Editor, I notice “Deyda Hydara” shedding tears over the Madi Jobarteh Nkrumah piece. I hope this short review from my book “Freedom Essays” will cheer him up!
Luntango Suun Gann Gi
Erica Powell & June Milne are two remarkable English women who were by Nkrumah’s side throughout his years as Prime Minister and then President of Ghana. Ms. Powell was at the very heart of Ghana’s first government as Private Secretary to Nkrumah and Ms. Milne was on the scene from the start as well, first as a lecturer at the University of Ghana, and then as adviser and friend to Nkrumah until he died – she was with him in Romania in 1972 when the end came.
In Ms. Powell Nkrumah inherited an admiring and committed secretary from his adversary and jailor – the British Governor of Ghana (Gold Coast). Having arrived in Ghana in 1952 to work for the Governor, Ms. Powell became an admirer of the “communist” jailed and then freed by her boss – to become the Prime Minister of Ghana under a British colonial administration:
“One of my colleagues beckoned me to the window … that man standing next to the Governor is Nkrumah … he has just been made Prime Minister … terribly anti-white of course” (p.10)
That was Ms. Powell’s first glimpse of the man who would soon drive the British out. The Governor tells her he is not “anti-white” at all as “he holds no grudges against the British”. Nkrumah himself soon confirms this by passing her desk and virtually ordering her to a dinner-date with him. She asks the Governor’s advice about the dinner-date with Nkrumah and the Governor replies: “You have to go Erica but let me know what happens” (p.21). She is asked to spy, unwittingly, and she does, certainly unintentionally and without malice.
As the relationship (platonic – or so we are told!) between Ms. Powell and Nkrumah develops, the Governor gets orders from “higher up” to fire her and pack her off to England (Both the FBI and M15 had kept files on Nkrumah during his years in the US and UK). Ms. Powell considered her sacking by the Governor a “betrayal” since she had kept the governor fully informed of her relationship with Nkrumah, and the Governor had given his approval. It is fitting that Ms. Powell has a picture of her and her black “Knight in shining armour” on a white horse on the cover of her book: Nkrumah did literally ride to her rescue by hiring her when the British Governor fired her – thus enabling her to remain in Ghana as she wished.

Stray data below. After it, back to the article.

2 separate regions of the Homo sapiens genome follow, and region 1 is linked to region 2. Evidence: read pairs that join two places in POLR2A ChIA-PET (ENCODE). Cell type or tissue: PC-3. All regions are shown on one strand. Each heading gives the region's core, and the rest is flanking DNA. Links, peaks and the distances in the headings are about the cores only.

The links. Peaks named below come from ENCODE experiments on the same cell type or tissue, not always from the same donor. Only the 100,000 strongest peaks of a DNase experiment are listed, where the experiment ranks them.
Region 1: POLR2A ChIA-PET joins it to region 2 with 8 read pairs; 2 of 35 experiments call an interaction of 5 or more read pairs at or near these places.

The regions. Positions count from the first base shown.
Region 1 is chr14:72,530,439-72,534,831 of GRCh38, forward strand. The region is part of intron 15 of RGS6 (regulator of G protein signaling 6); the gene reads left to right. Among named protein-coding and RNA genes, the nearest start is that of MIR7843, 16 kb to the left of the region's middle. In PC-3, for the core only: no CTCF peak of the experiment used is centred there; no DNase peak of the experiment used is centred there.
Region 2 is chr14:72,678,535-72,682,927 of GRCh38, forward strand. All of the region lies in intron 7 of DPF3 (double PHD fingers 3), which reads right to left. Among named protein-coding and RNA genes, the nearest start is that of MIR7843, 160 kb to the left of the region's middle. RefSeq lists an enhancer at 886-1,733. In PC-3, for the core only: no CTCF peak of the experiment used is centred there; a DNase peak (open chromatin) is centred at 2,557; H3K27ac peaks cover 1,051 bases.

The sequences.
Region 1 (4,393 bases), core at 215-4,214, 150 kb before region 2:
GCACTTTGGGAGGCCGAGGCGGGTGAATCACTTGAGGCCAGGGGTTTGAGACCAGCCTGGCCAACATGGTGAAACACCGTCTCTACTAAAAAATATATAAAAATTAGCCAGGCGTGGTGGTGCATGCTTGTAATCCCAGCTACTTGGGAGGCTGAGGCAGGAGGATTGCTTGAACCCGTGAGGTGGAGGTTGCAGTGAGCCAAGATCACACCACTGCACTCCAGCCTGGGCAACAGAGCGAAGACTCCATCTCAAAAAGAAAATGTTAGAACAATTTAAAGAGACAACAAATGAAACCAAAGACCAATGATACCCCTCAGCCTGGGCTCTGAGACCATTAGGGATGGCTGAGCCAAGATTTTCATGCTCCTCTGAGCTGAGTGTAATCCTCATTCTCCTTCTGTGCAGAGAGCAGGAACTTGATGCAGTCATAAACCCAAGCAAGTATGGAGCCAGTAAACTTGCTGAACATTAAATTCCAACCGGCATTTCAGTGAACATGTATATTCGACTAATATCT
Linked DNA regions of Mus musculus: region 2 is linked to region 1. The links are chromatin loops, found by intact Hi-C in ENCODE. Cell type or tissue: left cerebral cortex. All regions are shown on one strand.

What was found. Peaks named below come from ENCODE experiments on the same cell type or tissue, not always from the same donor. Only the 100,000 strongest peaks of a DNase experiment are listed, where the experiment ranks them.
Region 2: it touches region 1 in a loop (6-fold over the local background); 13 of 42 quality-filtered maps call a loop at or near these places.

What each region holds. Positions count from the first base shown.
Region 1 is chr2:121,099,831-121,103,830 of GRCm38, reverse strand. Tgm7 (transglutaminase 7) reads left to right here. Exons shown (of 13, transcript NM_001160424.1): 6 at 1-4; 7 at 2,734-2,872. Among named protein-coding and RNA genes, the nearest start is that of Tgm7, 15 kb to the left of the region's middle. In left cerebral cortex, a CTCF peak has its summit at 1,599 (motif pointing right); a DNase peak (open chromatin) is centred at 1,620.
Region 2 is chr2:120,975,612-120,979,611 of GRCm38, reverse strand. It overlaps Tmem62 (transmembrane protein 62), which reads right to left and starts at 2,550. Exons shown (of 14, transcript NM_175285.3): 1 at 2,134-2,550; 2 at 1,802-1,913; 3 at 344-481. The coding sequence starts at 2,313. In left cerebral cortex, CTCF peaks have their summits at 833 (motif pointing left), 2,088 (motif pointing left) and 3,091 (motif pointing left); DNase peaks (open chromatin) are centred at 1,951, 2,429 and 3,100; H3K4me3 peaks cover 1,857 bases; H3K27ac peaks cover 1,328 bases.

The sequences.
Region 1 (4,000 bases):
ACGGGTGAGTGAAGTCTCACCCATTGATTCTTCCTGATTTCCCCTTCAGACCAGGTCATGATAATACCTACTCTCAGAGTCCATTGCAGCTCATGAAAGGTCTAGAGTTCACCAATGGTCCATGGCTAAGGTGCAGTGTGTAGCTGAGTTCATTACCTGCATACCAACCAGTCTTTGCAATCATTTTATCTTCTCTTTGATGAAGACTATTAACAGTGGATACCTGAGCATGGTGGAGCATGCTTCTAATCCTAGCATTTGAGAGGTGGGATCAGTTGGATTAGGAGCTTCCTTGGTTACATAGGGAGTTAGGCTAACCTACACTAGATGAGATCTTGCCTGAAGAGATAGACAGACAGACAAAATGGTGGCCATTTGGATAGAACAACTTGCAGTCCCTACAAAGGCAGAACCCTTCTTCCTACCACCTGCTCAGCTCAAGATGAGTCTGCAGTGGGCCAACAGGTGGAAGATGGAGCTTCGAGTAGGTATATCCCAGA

Ms. Powell remained dedicated to Nkrumah until the 1966 coup. “At times I was a super-bitch!” in looking after Nkrumah’s interests, she writes (p.193). Her book is a very personal story, told in a very touching and down-to-earth manner. She writes of exhilarating moments and of moments of sadness and disappointments with total honesty: for instance, Nkrumah kept her in the dark about his impending marriage to the Egyptian Fathia until the wedding day. When he later reproaches her for keeping something from him, she fires back “You didn’t tell me about your wedding”. She writes equally honestly of the race issues in colonial Ghana, “The European Club would admit no African, however high his rank, not even as a guest” (p.10). Without thinking she may be considered jealous, she writes that “Dr. Nkrumah regretted his marriage” (p.127). And she gives a hint of possible reasons why she may have become a victim of the people surrounding the President when she writes that “Usually it was only when things were almost out of hand that word reached the President – and never through the mouth of these sycophants” (p202). As with all love-stories, slights, real or imagined, are strongly felt. The reader is left wondering whether or not bitterness on Ms. Powell’s part entered the relationship – Ms. Powell never visited Nkrumah again after he moved to Conakry in 1966 even though she later came to work for President Siaka Stevens next door in Sierra Leone.